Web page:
Phenobarbital (PB) is the most well-known among numerous non-genotoxic carcinogens that cause the development of hepatocellular carcinoma (HCC). PB activates nuclear xenobiotic receptor Constitutive Active/Androstane Receptor (CAR; NR1I3) and this activation is shown to determine PB promotion of HCC in mice. The molecular mechanism of CAR-mediated tumor promotion, however, remains elusive at the present time. Here we have identified Growth Arrest and DNA Damage-inducible 45β (GADD45B) as a novel CAR target, through which CAR represses cell death.
PB activation of nuclear xenobiotic receptor CAR is found to induce the Gadd45b gene in mouse liver throughout the development of HCC as well as in liver tumors. Given the known function of GADD45B as a factor that represses Mitogen-activated protein Kinase Kinase 7 - c-Jun N-terminal Kinase (MKK7-JNK) pathway-mediated apoptosis, we have now demonstrated that CAR interacts with GADD45B to repress Tumor Necrosis Factor α ( TNFα)-induced JNK1 phosphorylation as well as cell death. Primary hepatocytes, prepared from Car+/+, Car−/−, Gadd45b+/+ and Gadd45b−/− mice, were treated with TNFα and Actinomycin D to induce phosphorylation of JNK1 and cell death. Co-treatment with the CAR activating ligand TCPOBOP (1,4 bis[2-(3,5-dichloropyridyloxy)]benzene) has resulted in repression of both phosphorylation and cell death in the primary hepatocytes from Car+/+ but not Car−/−mice. Repression by TCPOBOP was not observed in those prepared from Gadd45b−/− mice. In vitro protein-protein interaction and phosphorylation assays have revealed that CAR interacts with MKK7 and represses the MKK7-mediated phosphorylation of JNK1.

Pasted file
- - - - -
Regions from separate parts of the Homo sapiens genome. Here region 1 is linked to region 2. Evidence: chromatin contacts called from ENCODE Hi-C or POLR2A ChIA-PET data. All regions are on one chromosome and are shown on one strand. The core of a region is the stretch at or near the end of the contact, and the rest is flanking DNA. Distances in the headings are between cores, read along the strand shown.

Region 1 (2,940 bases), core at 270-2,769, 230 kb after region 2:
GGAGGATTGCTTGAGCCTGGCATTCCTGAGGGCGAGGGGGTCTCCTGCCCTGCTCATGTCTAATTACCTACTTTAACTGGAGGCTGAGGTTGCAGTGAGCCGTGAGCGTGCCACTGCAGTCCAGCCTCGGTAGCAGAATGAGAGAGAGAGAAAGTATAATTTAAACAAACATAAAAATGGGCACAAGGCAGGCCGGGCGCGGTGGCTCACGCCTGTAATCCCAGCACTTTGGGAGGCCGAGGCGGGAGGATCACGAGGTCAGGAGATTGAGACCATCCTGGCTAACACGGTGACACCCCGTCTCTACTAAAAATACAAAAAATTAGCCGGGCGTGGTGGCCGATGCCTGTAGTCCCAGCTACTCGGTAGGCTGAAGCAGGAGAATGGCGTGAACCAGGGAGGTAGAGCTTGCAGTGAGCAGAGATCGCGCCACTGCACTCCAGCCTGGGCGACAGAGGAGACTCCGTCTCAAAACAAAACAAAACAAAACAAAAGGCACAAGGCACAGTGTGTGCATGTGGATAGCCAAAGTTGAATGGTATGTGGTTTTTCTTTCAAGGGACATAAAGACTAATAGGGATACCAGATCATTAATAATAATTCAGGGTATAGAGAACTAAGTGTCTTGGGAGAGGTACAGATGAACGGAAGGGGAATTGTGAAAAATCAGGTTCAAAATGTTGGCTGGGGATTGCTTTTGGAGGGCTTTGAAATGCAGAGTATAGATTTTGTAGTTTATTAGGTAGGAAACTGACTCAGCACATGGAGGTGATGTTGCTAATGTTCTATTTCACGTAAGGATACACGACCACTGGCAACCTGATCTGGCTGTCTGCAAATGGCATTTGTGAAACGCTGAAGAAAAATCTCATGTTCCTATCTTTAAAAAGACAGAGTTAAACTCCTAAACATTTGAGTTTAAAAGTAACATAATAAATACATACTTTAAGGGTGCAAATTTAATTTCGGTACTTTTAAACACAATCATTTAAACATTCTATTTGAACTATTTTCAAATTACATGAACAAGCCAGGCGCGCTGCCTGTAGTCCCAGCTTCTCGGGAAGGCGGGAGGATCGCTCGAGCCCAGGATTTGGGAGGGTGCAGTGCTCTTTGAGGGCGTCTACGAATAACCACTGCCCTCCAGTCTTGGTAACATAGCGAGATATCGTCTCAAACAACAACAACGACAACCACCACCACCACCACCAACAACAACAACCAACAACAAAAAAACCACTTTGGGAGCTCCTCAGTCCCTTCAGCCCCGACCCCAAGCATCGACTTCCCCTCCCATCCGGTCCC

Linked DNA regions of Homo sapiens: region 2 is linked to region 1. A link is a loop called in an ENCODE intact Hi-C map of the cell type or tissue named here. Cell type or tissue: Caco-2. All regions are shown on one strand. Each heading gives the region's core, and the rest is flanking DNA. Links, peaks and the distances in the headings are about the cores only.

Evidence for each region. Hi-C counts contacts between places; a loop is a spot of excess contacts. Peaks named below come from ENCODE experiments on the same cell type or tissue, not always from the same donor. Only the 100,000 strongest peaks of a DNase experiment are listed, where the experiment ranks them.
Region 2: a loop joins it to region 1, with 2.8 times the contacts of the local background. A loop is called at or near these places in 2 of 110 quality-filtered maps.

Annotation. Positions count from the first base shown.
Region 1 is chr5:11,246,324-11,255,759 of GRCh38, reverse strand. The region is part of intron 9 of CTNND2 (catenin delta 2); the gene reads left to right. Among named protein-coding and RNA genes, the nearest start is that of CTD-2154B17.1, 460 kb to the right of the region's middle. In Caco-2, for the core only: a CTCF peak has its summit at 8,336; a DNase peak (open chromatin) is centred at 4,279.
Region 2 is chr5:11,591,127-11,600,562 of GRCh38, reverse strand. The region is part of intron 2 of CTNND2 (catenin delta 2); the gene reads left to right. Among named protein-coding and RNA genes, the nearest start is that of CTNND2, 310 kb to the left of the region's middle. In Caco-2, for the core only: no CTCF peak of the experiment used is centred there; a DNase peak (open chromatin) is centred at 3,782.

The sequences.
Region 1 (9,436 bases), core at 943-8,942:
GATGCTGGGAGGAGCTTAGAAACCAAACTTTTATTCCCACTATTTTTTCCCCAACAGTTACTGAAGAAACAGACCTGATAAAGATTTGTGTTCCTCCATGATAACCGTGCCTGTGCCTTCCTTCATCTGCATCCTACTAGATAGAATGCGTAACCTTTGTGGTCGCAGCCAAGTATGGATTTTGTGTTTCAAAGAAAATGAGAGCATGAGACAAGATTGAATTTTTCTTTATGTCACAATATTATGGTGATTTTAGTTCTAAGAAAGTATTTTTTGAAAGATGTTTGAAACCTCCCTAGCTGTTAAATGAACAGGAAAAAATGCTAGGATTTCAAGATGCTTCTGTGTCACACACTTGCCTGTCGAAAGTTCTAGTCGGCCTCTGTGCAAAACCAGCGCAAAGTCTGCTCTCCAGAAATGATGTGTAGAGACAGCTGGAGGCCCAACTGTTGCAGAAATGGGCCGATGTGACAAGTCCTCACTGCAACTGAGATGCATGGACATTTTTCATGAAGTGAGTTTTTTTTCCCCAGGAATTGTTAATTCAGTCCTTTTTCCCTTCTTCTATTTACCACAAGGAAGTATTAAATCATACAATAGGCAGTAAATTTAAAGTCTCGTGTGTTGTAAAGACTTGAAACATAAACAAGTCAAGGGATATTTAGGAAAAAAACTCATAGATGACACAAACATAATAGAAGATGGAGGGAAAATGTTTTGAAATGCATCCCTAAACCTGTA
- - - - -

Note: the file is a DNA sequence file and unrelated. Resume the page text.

CAR can form a protein complex with GADD45B, through which CAR represses MKK7-mediated phosphorylation of JNK1. In addition to activating the Gadd45b gene, CAR may repress death of mouse primary hepatocytes by forming a GADD45B complex and repressing MKK7-mediated phosphorylation of JNK1. The present finding that CAR can repress cell death via its interaction with GADD45B provides an insight for further investigations into the CAR-regulated molecular mechanism by which PB promotes development of HCC.